Despite rising registration figures, the automotive industry, the most important application area for composites, has not yet returned to its former volume. The construction industry, the second most important key area of application, is currently in crisis. Although the order books are still well filled, new orders are often failing to materialize. High interest rates and material costs coupled with the high cost of living are having a particularly negative impact on private construction, but public construction is also currently unable to achieve the targets it has set itself. According to the ZDB (Zentralverband Deutsches Baugewerbe), the forecasts in this important sector remain gloomy: "The decline in the construction industry is continuing. Turnover will fall by 5.3% in real terms this year and we expect a further 3% drop next year. Residential construction remains responsible for the decline, which will slump by 11% in real terms this year and continue its downward trajectory at -13% in 2024."

It is not only the assessment of the general business situation that remains pessimistic. The situation of their own companies also continues to be viewed critically. The picture is particularly negative for Germany. Almost 50% of respondents are critical of the current business situation in Germany. The view of global business and Europe is somewhat more positive. Here, "only" 40% and 35% of respondents respectively assess the situation rather negatively.

Future expectations brighten
Despite the generally rather subdued assessment of the business situation, many of those surveyed appear to be convinced that the mood is improving, at least in Europe. When asked about their assessment of future general business development, the values for Europe and the world are more optimistic than in the last survey. The survey participants do not currently expect the situation in Germany to improve.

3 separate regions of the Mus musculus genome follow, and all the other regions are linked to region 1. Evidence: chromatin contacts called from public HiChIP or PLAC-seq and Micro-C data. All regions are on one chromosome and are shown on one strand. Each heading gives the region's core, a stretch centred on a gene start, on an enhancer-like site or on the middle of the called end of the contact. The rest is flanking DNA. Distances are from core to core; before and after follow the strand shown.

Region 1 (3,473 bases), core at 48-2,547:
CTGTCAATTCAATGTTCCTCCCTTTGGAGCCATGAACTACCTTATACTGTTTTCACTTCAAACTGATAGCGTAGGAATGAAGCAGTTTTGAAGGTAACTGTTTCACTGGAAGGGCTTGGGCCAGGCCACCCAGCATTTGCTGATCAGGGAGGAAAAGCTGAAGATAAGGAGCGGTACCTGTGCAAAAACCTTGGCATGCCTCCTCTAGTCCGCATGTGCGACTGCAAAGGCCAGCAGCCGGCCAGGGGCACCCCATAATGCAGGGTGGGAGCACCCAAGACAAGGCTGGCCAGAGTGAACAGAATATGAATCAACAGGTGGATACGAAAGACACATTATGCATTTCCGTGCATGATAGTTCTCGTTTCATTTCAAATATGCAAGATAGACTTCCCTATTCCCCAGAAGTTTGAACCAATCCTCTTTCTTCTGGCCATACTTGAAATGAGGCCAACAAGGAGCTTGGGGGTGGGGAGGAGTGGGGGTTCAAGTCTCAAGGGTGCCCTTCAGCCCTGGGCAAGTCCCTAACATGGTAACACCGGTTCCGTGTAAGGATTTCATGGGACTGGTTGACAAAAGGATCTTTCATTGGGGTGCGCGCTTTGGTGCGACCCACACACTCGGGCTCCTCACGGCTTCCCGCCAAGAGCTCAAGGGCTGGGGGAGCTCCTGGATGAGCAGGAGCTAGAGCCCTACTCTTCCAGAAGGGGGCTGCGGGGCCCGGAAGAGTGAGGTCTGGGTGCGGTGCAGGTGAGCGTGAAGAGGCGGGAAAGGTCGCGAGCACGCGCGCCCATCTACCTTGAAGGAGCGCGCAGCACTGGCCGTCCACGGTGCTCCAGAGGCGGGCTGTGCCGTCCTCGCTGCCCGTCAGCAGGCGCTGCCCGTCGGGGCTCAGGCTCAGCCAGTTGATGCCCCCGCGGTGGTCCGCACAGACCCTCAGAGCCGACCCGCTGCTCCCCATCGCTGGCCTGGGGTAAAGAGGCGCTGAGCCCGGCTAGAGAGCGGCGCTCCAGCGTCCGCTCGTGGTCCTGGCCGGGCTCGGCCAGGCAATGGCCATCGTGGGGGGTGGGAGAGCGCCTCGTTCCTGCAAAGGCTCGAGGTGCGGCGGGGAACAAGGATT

Respondents were more optimistic about their own company's future expectations for Europe and the global market.

The participants seem to be assuming a moderate short to medium-term recovery of the global economy. The forecasts are more optimistic than the assessment of the current situation. It is striking that the view of the German region is more critical in relation to Europe and the global economy. 28% of those surveyed expect the general market situation in Germany to develop negatively. Only 13% expect the current situation to improve. The figures for Europe and the world are better.

Investment climate remains subdued
The current rather cautious assessment of the economic situation continues to have an impact on the investment climate.

While 22% of participants in the last survey still assumed an increase in personnel capacity (survey 1/2023 = 40%), this figure is currently only 18%. In contrast, 18% even expect a decrease in personnel.

The proportion of respondents planning to invest in machinery is also declining. While 56% of respondents in the last survey still expected to make such investments, this figure has now fallen to 46%.